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Top 5 Worst Movies Of 2015

Top 5 Worst Movies Of 2015
Normally I’d actively avoid movies with a reputation as one of Satan’s bile burps, but sometimes the responsibilities of Movie-Moron back me into a corner. Other times I’m blindsided out of nowhere, caught unawares with my cinematic pants down. These are the Top 5 Worst Movies of 2015 that I witnessed with my own eyes.

Honourable Mention – PIXELS

I had a happy childhood in the ’80s arcades and watching this was like seeing a lazy millionaire travel half-heartedly back in time to kick my joyful memories in the balls.

Plot: When footage of arcade games is sent into space in the 1980s as part of a cultural package for prospective alien life, aliens find it and misinterpret it as a challenge. They subsequently attack Earth using the physical form of retro game characters (including Pac-Man, Centipede and Donkey Kong) and it’s up to a few 80’s kid champions, now middle aged, to step up and win each round using the same patterns they remember. Leading them is the championship’s runner up (Adam Sandler), the cheater who beat him (Peter Dinklage), a conspiracy-obsessed man who shouts (Josh Gad), and the U.S. President (Kevin James, naturally).

Let’s be fair, overall the visual fx do a great job, and the action is well filmed. But everyone else should be ASHAMED OF THEMSELVES. The script (which really honestly must have been written in a weekend) is lame, unfunny and shockingly basic. Sandler doesn’t get a laugh the entire movie, and all the relationships are remedial. What makes it worse than the usual Sandler idiocracy is they bought this concept from an excellent French short film, thereby preventing any other creative team from getting their hands on it. And somehow this was directed by the man who helmed ‘Home Alone’ and ‘Harry Potter’.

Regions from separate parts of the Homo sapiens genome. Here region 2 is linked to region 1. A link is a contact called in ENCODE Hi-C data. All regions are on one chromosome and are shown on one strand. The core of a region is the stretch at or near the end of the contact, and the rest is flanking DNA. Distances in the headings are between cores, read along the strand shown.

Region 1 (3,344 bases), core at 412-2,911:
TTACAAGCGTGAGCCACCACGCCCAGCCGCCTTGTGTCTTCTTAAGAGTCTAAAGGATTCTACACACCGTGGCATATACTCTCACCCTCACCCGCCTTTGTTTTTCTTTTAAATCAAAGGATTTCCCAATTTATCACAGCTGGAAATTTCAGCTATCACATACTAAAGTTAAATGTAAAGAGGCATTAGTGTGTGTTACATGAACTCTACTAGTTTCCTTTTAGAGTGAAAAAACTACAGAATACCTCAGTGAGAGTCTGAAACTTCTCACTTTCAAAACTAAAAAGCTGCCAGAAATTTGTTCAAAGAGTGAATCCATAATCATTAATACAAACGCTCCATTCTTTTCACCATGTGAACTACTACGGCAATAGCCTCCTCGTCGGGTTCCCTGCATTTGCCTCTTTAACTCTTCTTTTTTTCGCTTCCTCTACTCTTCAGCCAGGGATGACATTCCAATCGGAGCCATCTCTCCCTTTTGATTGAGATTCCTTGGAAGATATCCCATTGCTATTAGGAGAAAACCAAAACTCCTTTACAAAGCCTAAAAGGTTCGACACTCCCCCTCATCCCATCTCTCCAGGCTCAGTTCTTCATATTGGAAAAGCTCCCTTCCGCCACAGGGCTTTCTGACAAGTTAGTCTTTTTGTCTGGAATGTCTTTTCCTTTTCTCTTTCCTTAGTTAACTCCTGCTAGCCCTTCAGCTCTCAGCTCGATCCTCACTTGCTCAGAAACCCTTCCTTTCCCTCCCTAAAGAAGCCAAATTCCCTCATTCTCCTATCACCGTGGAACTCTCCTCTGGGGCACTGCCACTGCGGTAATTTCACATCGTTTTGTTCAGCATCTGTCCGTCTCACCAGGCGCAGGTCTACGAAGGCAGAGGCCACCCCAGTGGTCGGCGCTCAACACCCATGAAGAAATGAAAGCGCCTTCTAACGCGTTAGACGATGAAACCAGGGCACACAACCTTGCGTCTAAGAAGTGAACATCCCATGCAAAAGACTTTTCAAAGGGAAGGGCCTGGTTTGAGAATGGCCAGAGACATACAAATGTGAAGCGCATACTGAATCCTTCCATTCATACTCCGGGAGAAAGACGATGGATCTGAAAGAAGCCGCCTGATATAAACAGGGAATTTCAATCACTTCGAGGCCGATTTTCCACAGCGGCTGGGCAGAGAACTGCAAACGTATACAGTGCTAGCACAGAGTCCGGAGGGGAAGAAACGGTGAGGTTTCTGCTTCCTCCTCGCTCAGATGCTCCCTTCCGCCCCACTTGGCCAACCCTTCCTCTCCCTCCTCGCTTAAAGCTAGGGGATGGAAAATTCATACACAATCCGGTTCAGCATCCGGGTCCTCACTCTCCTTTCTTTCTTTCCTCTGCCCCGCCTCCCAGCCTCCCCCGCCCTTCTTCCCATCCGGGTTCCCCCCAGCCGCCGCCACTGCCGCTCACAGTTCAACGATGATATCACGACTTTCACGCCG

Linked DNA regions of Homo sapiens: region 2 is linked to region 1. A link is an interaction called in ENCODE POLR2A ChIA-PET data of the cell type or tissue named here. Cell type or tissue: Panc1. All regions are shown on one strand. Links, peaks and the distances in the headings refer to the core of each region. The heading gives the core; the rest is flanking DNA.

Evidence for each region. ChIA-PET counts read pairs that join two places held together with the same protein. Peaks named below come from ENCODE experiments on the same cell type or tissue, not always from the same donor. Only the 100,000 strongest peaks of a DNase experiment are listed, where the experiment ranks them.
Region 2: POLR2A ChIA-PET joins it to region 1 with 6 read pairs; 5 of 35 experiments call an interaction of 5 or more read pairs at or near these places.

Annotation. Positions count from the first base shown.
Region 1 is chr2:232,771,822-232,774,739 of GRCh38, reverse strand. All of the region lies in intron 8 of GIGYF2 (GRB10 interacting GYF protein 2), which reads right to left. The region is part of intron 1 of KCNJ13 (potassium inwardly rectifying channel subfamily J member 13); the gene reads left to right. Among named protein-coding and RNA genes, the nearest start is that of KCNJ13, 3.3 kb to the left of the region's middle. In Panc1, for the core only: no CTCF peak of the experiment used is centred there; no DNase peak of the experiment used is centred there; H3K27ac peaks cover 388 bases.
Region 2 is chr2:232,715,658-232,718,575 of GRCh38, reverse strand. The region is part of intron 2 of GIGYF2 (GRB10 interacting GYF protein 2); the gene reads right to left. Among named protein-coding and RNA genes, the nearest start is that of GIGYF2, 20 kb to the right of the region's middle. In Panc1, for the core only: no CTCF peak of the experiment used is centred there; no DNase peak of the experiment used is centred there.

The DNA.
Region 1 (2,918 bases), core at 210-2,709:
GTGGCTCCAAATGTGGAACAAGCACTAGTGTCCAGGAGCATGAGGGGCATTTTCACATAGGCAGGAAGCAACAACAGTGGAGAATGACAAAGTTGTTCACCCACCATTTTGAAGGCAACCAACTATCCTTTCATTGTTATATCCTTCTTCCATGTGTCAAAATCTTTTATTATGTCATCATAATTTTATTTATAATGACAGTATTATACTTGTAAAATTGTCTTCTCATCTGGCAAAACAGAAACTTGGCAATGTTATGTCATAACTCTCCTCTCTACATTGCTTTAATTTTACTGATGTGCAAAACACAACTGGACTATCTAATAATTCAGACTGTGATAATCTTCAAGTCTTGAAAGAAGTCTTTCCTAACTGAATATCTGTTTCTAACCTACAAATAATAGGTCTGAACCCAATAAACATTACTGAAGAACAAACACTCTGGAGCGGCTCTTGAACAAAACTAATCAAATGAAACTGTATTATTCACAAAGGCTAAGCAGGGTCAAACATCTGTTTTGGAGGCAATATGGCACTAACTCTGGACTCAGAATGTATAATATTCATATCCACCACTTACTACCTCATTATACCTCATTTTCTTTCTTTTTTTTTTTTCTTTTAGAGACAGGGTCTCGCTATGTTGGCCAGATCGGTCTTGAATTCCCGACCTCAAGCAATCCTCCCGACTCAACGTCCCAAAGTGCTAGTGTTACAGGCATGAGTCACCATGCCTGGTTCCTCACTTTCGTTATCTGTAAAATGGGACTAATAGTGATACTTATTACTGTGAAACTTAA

In the Bible, Mortdecai gave advice to the Jews on how to save themselves from destruction. I have some advice to pass on, regarding how to avoid the destruction of 2 hours of your life.

Debonair art dealer and part-time rogue :/ Charles Mortdecai (Johnny Depp) searched for a stolen painting rumoured to contain the code to a bank account filled with Nazi gold. Juggling some angry Russians, MI5, his impossibly leggy wife, and an international terrorist, he had to traverse the globe armed only with his good looks and special charm :/ in a race to recover the prize.

This cringeworthy comedic caper noir was loosely based on ‘The Great Mortdecai Moustache Mystery’, the fourth installment in the Mortdecai series which found popularity in the 70’s. Depp clearly wanted to have lots of fun in the eccentric role (again), there was a good cast around him (although NOT for a knockabout comedy), and director David Koepp had previously directed four very solid films in a row. However… the result was horribly misjudged, dreadfully unfunny, and couldn’t even keep basic exposition from becoming baffling. Depp (doing a tiresome Terry Thomas impression) should never have been allowed to play the character.


I certainly felt a cold chill watching this and some unknown force was trying to lift my ass off the seat and carry me out the door.

A family move into a foreclosed house without realising supernatural forces are present. When their youngest is abducted into the spectral realm, they had to work with paranormal investigators to try and rescue her.